“I was very good in the air and always scored most of my goals with my head. We won the coveted league title.”
His near faultless display week in and week out earned him a place in the CNFA Invitational Eleven that toured Durban and Cape Town, South Africa, respectively on separate occasions. Upon completing his secondary education, the boy with the Midas touch retreated to his native town Walvis Bay.
Winno joined local outfit Youngsters FC, a team joyfully supported by his family, teaming up with his two brothers and another notable footballer Dolfie Camphell. The colourful Narraville outfit won the coastal Erongo lower tier league title twice while Winno would go on to make the prestigious golden boot award his personal property.
The highly competitive league consisted of 14 teams, amongst them, Celtic, Refugees, Swakopmund Football Club (SFC) and Blue Boys. Sadly, Youngsters FC were denied an ideal opportunity to contest the play-offs for the country’s elite football league (NPL) after some clubs dug their heels in the sand refusing pointy blankly to be relegated.
Having won almost every piece of silverware at stake, it was time for the lethal goal poacher to seek new challenges as Winno joined cross-town club Eleven Arrows. Unfortunately, he never kicked a single ball for his new club as he was nursing an injury but by the time he was completely healed, uncle Bob came knocking on his door for his precious signature to join Nau-Aib (Okahandja) exciting outfit Liverpool FC in the country’s topflight football league.
Upon his arrival in the garden town, Winno was placed in the care of his boyhood hero Oscar “Silver Fox” Mengo. He found himself in the good company of the star-studded Liverpool squad alongside big names Albert Tjihero, Dawid Snewe, Bimbo Tjihero, Killian Kavari, Jamanuka Tjihero, Kamitiri Kuuahee, Hellao Naruseb, China Utoni, Donald Tjikune, Toufi Mbako.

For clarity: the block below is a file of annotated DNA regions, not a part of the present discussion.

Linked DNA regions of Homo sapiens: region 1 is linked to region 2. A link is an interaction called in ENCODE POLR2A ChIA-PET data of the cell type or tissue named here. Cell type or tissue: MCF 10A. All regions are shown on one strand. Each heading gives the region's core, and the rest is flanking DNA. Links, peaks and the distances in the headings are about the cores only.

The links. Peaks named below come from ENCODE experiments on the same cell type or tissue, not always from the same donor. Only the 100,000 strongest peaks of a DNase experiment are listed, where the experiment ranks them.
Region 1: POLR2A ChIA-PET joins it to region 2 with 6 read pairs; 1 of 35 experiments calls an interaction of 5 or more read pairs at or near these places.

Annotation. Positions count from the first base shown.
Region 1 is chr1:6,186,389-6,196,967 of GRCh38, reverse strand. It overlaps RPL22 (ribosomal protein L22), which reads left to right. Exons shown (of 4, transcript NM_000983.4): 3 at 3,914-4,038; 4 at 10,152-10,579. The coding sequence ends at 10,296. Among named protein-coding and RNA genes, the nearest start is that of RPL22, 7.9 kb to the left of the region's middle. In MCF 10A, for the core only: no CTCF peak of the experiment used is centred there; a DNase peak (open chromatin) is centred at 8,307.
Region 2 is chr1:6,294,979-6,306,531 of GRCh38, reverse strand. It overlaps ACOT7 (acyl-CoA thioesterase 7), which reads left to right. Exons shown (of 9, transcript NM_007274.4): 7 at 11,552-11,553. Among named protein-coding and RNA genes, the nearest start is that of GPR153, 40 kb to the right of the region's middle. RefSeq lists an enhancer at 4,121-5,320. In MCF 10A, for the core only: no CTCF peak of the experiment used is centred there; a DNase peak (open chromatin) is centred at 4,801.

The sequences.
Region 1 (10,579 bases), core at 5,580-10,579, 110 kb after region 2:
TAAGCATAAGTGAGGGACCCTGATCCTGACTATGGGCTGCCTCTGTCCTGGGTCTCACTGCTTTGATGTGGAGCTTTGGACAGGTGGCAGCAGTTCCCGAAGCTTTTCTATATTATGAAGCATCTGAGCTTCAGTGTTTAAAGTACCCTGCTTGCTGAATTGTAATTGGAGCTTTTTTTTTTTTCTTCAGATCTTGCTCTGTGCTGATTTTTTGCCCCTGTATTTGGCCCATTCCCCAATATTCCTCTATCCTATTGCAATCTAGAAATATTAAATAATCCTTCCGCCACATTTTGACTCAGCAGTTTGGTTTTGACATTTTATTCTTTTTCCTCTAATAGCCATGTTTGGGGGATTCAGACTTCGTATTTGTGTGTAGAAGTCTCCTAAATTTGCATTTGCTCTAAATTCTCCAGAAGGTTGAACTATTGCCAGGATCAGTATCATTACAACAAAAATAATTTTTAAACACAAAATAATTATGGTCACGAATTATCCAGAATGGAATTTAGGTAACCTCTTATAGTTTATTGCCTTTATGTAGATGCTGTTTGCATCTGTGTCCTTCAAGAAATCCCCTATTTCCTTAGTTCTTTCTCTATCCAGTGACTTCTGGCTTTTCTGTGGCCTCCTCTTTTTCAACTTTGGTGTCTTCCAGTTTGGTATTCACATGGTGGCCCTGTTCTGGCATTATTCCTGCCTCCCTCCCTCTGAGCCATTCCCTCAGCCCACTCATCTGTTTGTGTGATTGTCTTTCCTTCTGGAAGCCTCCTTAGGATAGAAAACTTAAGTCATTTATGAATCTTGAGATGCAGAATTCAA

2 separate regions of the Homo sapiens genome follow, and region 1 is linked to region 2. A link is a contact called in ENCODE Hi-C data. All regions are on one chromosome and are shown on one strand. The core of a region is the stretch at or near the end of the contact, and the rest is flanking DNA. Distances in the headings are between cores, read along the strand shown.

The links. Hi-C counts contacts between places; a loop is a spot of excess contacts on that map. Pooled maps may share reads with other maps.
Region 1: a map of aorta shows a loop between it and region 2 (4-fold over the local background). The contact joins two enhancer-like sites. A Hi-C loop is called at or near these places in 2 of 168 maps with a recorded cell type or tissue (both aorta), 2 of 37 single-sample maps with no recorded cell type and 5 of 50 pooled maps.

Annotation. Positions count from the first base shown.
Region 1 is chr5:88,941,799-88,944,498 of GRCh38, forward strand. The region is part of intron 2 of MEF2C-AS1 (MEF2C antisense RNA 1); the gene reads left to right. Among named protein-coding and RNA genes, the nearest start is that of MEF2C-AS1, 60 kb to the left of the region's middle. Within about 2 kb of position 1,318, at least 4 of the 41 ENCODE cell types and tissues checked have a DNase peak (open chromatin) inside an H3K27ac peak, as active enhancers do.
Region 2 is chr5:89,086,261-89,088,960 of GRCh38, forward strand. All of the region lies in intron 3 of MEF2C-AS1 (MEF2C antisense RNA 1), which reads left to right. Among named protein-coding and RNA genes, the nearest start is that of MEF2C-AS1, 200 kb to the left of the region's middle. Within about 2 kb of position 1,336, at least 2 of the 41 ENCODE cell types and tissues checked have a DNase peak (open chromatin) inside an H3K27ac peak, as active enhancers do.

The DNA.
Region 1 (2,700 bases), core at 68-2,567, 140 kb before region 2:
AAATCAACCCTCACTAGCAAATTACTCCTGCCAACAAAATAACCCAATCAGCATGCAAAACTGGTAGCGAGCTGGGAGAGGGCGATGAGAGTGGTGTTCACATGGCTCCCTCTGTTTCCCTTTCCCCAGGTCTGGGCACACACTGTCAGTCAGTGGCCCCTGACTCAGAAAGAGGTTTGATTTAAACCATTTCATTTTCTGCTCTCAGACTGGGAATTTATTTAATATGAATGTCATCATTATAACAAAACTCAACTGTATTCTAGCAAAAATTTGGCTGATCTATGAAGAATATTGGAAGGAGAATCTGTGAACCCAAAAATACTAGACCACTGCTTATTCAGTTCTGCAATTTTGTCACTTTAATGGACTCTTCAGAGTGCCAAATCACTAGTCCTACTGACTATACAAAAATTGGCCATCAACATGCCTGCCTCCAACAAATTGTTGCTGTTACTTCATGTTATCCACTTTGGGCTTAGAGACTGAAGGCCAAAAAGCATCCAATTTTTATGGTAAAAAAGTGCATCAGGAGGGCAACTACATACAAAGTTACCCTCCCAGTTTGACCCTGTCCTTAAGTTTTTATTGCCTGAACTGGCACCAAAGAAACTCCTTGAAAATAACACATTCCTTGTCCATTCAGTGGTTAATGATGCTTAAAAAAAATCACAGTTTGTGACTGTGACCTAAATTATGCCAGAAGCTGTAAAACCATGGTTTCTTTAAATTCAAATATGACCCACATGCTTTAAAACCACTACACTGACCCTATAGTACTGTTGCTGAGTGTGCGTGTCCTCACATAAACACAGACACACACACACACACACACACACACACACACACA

The team was mentored by retired South African ball juggler and football icon Raphael Mlungisi Ngubane, aka “Professor”.
How was it like partnering “Big Fellah” in the firing line? “Eish, it was a great honour playing alongside ‘Big Fellah’, he helped me a lot with his multiple skills and amazing goal-scoring prowess.”
After just one season with the Okahandja outfit, Winno developed itchy feet and jumped ship only to resurface at ambitious Pionierspark outfit Ramblers FC.
“Both Ramblers and Young Ones were after my signature but I chose Rammies ahead of the Kings at Night because I desperately wanted to be reunited with my old buddy and former Arsenal teammate Tollie van Wyk.
“At the time, Ramblers were a very good big team but to carve a place in the starting line-up was distant, a Kilimanjaro to scale.” Ironically, Winno made his debut for Rammies against cross-town rivals Young Ones.
“(Laughs) ... I was always at my very best when coming up against coloured teams.”
A bird of passage, Winno silently slipped back to familiar territory to rejoin home team Youngsters but soon left for Kuisebmond giants Blue Waters where he nailed a regular starting spot for three consecutive seasons, winning the much sought after NPL league title in 1996.
Sadly, a nasty career-threatening torn knee ligament sustained against the visiting Gobabis opponents Desert Rollers at the Narraville stadium abbreviated his lodging with the Birds. Upon recovery, he rejoined Youngsters for the umpteenth time to wind up his well-decorated football career in the lower division before calling it a day. Nonetheless, Winno is not entirely lost to football and plays in the popular coastal social football league.